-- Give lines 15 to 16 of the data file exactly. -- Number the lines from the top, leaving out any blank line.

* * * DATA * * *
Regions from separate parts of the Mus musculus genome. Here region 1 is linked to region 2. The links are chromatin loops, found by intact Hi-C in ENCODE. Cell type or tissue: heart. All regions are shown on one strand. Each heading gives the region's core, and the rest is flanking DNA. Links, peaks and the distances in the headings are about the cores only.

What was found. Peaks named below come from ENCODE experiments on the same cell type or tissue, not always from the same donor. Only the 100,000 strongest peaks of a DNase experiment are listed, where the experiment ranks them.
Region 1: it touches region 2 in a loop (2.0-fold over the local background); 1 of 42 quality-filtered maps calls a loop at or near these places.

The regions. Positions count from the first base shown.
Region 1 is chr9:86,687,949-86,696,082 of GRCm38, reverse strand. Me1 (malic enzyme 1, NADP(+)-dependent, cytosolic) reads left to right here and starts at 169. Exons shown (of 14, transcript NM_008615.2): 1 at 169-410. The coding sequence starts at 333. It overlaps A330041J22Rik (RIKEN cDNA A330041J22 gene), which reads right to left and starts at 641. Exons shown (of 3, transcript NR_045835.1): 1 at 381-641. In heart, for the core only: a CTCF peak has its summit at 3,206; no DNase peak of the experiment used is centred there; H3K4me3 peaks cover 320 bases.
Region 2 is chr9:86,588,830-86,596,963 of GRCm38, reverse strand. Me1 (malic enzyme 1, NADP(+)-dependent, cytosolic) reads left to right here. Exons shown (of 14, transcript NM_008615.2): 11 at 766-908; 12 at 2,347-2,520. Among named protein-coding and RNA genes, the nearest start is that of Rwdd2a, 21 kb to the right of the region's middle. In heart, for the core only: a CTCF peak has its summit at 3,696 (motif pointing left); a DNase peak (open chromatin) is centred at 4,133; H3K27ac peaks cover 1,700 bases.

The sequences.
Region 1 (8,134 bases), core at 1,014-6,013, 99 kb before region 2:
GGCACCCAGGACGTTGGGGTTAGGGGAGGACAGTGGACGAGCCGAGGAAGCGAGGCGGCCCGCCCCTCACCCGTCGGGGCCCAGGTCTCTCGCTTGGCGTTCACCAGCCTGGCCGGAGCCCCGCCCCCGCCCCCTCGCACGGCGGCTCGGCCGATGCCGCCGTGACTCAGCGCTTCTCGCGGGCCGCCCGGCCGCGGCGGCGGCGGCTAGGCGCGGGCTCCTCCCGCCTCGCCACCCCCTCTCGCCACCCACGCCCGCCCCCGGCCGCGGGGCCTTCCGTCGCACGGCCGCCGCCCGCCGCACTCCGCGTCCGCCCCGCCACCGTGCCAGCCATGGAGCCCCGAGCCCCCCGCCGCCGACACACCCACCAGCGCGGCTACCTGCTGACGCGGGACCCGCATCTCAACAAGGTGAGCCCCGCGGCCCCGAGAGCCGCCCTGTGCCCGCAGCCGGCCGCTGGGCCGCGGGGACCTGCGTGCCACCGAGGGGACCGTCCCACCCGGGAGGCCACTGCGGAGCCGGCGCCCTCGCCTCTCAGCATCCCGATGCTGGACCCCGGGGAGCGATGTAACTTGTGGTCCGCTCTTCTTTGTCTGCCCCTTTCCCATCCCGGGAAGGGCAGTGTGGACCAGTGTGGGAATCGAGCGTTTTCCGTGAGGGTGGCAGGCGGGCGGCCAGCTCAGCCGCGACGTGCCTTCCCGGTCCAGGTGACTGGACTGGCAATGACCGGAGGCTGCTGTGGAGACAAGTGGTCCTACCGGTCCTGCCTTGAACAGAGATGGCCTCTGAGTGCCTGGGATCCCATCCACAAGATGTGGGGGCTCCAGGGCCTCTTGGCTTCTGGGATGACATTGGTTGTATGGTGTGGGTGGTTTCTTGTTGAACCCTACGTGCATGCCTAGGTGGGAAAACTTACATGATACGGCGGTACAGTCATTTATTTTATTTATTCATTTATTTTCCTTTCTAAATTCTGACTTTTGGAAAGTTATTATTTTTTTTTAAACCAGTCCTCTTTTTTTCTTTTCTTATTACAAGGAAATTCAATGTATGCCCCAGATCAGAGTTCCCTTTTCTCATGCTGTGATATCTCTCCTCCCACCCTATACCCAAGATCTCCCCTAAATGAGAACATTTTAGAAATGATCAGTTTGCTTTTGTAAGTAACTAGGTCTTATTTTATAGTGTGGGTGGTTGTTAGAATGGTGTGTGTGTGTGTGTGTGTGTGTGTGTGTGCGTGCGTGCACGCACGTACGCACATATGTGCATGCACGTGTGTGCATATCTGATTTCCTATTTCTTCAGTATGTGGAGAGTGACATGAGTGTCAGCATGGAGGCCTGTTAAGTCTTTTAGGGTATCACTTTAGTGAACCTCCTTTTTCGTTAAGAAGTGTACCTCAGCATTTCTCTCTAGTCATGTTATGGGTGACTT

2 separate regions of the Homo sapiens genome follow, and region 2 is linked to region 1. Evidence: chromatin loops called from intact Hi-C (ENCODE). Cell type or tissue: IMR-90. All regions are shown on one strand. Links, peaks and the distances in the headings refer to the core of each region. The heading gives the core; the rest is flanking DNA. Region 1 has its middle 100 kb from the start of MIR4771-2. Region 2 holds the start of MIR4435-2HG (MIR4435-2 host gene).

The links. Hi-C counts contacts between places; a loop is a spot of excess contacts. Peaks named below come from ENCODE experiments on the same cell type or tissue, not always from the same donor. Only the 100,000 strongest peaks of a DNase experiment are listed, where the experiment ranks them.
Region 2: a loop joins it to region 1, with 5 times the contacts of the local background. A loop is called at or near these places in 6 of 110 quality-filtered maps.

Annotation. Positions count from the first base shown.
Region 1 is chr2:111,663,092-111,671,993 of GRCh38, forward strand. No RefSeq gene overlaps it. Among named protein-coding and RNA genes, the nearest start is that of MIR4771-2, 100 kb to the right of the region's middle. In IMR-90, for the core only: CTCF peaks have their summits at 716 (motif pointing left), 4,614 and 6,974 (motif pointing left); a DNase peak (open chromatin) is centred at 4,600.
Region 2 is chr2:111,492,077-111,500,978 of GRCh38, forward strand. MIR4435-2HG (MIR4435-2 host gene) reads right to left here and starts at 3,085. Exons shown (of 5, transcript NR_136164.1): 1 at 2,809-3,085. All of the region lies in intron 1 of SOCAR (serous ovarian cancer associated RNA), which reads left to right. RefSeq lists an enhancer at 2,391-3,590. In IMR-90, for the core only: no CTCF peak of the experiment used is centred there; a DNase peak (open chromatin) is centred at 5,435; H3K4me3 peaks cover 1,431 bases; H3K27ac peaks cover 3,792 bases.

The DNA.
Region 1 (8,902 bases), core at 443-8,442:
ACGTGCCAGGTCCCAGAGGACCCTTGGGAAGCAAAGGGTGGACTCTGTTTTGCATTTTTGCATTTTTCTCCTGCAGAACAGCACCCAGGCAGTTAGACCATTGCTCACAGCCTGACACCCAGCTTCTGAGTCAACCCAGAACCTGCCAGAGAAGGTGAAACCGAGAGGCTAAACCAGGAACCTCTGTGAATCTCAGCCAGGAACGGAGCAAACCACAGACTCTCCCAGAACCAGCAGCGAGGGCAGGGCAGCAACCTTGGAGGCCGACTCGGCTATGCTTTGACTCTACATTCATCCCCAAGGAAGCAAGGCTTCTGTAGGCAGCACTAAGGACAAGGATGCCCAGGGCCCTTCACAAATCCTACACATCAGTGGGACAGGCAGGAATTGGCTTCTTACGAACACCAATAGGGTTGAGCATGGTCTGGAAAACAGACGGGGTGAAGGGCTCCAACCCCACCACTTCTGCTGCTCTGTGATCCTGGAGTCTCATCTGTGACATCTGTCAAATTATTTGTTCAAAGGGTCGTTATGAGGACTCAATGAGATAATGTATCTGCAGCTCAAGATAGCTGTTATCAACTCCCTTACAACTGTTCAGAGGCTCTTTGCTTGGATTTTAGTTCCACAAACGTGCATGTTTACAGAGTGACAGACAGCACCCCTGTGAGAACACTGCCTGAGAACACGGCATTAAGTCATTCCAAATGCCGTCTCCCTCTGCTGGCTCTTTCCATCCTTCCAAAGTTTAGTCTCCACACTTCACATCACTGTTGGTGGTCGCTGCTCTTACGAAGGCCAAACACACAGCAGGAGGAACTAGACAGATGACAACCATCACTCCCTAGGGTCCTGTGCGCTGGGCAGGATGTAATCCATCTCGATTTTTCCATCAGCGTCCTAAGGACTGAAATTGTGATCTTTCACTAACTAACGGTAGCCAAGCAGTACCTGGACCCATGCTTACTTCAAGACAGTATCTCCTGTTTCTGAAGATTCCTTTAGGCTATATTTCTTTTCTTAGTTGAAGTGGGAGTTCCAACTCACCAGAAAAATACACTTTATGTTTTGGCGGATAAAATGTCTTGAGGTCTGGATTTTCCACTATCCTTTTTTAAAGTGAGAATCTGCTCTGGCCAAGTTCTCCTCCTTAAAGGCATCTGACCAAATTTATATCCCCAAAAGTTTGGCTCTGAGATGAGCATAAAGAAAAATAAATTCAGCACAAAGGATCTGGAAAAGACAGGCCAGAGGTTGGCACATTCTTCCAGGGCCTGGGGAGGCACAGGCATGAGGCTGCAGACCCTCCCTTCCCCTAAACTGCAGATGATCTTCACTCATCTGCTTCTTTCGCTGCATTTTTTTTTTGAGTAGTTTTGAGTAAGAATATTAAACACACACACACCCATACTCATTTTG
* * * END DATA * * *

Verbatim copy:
Region 2 is chr2:111,492,077-111,500,978 of GRCh38, forward strand. MIR4435-2HG (MIR4435-2 host gene) reads right to left here and starts at 3,085. Exons shown (of 5, transcript NR_136164.1): 1 at 2,809-3,085. All of the region lies in intron 1 of SOCAR (serous ovarian cancer associated RNA), which reads left to right. RefSeq lists an enhancer at 2,391-3,590. In IMR-90, for the core only: no CTCF peak of the experiment used is centred there; a DNase peak (open chromatin) is centred at 5,435; H3K4me3 peaks cover 1,431 bases; H3K27ac peaks cover 3,792 bases.

The DNA.